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This article is part of the supplement: Genetic Analysis Workshop 17: Unraveling Human Exome Data

Open Access Proceedings

Performance of random forests and logic regression methods using mini-exome sequence data

Yoonhee Kim1, Qing Li1, Cheryl D Cropp1, Heejong Sung1, Juanliang Cai1, Claire L Simpson1, Brian Perry1, Abhijit Dasgupta2, James D Malley3, Alexander F Wilson1 and Joan E Bailey-Wilson1*

  • * Corresponding author: Joan E Bailey-Wilson jebw@mail.nih.gov

  • † Equal contributors

Author Affiliations

1 Inherited Disease Research Branch, National Human Genome Research Institute, National Institutes of Health, Baltimore, MD 21224, USA

2 Clinical Sciences Section, National Institute of Arthritis and Musculoskeletal and Skin Disease, National Institutes of Health, Bethesda, MD 20892, USA

3 Center for Information Technology, National Institutes of Health, Bethesda, MD 20892, USA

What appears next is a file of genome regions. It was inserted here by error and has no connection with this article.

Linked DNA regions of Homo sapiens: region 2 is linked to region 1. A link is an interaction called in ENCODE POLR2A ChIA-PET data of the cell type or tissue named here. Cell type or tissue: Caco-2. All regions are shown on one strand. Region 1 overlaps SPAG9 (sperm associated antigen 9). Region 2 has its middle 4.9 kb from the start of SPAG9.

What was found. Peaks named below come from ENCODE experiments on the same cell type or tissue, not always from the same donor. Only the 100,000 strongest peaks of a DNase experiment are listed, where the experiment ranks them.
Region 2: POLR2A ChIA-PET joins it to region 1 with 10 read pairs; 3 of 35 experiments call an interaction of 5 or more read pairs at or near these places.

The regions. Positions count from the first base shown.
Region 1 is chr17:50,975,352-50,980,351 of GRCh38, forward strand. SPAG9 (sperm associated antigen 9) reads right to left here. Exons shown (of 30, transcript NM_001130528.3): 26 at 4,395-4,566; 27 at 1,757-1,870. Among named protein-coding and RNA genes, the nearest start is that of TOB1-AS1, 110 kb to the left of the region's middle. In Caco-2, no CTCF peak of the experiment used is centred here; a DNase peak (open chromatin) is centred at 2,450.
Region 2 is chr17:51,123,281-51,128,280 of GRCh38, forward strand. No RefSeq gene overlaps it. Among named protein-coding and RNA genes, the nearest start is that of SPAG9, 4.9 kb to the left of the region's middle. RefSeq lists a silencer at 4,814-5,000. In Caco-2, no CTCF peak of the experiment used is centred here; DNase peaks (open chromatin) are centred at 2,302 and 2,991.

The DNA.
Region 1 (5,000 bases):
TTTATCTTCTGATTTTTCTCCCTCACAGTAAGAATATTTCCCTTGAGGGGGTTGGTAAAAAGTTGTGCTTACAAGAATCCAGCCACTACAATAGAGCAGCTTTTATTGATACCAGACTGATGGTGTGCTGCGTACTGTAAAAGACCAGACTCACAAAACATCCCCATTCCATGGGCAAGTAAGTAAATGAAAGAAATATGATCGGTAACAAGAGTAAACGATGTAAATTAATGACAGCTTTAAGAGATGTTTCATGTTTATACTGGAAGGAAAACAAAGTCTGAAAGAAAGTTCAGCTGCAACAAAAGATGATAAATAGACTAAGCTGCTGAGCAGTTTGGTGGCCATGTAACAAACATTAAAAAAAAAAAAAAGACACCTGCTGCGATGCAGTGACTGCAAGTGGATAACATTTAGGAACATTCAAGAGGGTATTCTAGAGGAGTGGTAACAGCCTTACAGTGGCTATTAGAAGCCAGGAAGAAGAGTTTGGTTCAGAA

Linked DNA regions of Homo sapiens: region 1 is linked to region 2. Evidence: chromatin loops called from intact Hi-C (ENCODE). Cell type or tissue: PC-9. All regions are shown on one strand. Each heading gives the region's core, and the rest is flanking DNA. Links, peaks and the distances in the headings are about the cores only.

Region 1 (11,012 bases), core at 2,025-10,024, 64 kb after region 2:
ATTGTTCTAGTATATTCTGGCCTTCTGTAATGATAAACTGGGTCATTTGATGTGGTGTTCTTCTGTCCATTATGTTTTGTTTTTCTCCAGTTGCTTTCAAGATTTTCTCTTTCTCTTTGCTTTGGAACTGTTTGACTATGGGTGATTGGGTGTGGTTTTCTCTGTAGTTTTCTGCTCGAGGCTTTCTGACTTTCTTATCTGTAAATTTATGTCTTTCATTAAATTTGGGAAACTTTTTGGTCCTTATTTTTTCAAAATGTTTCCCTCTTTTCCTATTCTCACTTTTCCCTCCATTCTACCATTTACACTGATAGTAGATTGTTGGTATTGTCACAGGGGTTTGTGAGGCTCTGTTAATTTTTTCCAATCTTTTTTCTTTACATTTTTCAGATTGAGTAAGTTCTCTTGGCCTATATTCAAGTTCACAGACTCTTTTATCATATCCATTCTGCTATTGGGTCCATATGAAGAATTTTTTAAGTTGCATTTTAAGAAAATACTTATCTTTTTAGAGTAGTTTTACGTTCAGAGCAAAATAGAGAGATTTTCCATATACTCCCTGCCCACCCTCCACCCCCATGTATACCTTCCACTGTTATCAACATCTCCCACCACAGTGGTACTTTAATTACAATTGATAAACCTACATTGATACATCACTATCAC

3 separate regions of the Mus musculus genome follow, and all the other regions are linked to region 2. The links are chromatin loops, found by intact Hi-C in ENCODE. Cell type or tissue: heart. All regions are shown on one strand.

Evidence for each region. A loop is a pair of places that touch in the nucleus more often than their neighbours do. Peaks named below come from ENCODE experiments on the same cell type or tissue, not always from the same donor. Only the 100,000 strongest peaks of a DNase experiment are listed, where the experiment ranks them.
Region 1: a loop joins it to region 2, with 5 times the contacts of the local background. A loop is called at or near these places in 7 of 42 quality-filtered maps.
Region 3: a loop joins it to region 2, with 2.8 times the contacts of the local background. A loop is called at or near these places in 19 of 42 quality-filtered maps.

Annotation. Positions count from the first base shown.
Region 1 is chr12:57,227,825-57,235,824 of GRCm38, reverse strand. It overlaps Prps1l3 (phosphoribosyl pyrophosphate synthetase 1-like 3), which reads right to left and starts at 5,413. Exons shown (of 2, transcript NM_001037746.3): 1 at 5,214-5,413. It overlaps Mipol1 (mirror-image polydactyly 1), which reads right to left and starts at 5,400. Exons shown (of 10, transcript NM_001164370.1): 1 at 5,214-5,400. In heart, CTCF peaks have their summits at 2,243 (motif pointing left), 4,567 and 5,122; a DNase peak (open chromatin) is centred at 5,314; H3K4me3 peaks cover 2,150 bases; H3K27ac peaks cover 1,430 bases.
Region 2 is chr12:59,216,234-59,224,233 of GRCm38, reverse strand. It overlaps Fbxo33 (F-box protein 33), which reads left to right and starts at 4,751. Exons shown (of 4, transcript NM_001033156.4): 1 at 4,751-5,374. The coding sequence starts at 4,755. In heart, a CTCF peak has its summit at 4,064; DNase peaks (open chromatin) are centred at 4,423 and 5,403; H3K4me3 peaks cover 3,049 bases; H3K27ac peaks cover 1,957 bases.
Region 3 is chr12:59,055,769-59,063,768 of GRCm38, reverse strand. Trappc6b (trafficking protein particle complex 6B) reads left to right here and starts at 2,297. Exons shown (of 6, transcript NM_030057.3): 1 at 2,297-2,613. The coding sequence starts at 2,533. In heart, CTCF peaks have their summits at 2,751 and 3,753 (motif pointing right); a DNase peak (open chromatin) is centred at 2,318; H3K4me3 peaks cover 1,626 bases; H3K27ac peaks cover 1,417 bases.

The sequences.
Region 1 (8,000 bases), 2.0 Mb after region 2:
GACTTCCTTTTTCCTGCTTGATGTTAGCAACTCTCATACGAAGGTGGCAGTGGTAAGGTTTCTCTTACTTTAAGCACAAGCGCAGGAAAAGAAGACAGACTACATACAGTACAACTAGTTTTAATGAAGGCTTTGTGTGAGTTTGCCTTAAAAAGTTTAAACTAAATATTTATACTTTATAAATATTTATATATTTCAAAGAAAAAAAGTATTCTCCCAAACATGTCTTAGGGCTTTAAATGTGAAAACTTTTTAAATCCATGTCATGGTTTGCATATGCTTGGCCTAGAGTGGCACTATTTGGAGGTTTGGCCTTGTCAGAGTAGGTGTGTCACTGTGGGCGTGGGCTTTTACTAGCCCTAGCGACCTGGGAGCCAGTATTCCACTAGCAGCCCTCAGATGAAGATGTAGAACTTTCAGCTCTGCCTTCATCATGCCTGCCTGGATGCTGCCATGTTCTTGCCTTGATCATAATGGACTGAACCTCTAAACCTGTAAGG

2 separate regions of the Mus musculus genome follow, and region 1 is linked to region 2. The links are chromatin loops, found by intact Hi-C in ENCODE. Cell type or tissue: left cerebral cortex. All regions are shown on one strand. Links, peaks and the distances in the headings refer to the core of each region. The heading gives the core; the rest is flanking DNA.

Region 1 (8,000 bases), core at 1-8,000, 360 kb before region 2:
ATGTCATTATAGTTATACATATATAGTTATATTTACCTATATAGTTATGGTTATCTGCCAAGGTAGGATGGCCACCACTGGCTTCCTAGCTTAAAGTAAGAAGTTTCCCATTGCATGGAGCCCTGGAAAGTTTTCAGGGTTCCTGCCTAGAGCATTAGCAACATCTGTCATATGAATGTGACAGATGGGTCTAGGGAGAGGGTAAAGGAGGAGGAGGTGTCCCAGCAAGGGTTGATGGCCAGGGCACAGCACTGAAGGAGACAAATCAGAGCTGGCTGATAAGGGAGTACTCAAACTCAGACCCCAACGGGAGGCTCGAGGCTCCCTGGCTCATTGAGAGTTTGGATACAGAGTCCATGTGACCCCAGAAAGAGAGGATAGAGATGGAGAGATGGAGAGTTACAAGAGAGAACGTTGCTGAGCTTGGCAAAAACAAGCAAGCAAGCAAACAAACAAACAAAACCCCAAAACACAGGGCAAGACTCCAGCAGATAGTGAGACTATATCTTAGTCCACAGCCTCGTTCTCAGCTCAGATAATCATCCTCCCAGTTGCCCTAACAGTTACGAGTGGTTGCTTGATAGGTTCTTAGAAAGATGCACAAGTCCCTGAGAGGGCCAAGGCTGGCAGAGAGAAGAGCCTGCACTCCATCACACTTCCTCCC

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BMC Proceedings 2011, 5(Suppl 9):S104  doi:10.1186/1753-6561-5-S9-S104

Published: 29 November 2011

Abstract

Machine learning approaches are an attractive option for analyzing large-scale data to detect genetic variants that contribute to variation of a quantitative trait, without requiring specific distributional assumptions. We evaluate two machine learning methods, random forests and logic regression, and compare them to standard simple univariate linear regression, using the Genetic Analysis Workshop 17 mini-exome data. We also apply these methods after collapsing multiple rare variants within genes and within gene pathways. Linear regression and the random forest method performed better when rare variants were collapsed based on genes or gene pathways than when each variant was analyzed separately. Logic regression performed better when rare variants were collapsed based on genes rather than on pathways.